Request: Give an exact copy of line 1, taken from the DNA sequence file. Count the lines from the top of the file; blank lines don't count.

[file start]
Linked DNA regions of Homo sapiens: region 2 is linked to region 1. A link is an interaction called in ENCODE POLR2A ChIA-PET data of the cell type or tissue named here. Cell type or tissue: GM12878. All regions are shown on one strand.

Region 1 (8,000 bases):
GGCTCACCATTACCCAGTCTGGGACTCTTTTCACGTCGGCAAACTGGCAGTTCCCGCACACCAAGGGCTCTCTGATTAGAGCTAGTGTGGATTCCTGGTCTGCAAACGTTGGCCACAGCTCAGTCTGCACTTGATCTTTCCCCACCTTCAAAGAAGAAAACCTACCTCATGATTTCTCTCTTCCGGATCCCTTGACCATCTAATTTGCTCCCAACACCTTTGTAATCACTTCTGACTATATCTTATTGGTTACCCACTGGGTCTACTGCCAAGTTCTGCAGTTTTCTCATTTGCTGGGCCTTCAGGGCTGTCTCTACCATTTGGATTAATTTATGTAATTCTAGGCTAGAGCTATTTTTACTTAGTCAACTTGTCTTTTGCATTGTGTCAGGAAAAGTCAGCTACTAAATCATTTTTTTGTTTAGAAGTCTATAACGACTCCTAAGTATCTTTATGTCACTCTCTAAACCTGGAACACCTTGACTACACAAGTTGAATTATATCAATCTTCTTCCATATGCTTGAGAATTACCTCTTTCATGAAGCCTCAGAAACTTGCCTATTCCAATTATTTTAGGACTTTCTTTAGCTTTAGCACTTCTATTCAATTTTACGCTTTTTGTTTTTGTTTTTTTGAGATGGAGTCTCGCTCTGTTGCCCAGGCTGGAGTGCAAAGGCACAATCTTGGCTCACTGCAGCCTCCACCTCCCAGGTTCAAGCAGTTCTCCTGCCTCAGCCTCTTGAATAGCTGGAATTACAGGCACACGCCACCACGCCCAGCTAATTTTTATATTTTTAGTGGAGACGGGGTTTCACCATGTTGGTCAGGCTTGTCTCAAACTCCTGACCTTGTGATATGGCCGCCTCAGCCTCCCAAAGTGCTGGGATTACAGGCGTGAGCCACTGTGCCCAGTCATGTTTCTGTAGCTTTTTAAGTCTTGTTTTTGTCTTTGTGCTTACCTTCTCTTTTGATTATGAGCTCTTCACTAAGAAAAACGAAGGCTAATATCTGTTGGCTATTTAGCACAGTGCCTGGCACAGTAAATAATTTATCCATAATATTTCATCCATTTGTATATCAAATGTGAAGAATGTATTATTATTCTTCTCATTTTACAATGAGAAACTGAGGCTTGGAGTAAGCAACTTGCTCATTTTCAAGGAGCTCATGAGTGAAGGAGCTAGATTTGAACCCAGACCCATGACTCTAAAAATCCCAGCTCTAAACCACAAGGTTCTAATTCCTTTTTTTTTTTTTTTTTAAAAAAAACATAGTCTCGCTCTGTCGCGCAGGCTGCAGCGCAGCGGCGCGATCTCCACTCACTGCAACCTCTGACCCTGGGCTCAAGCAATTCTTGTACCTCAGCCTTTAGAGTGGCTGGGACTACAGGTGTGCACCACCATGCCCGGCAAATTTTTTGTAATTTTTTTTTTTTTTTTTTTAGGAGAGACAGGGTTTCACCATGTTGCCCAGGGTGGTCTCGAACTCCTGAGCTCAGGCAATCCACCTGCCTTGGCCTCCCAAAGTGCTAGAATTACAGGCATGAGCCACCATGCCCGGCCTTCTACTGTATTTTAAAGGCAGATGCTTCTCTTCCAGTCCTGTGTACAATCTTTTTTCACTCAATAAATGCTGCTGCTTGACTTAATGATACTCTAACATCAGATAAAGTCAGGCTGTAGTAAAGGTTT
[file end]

Linked DNA regions of Homo sapiens: region 2 is linked to region 1. A link is an interaction called in ENCODE POLR2A ChIA-PET data of the cell type or tissue named here. Cell type or tissue: GM12878. All regions are shown on one strand.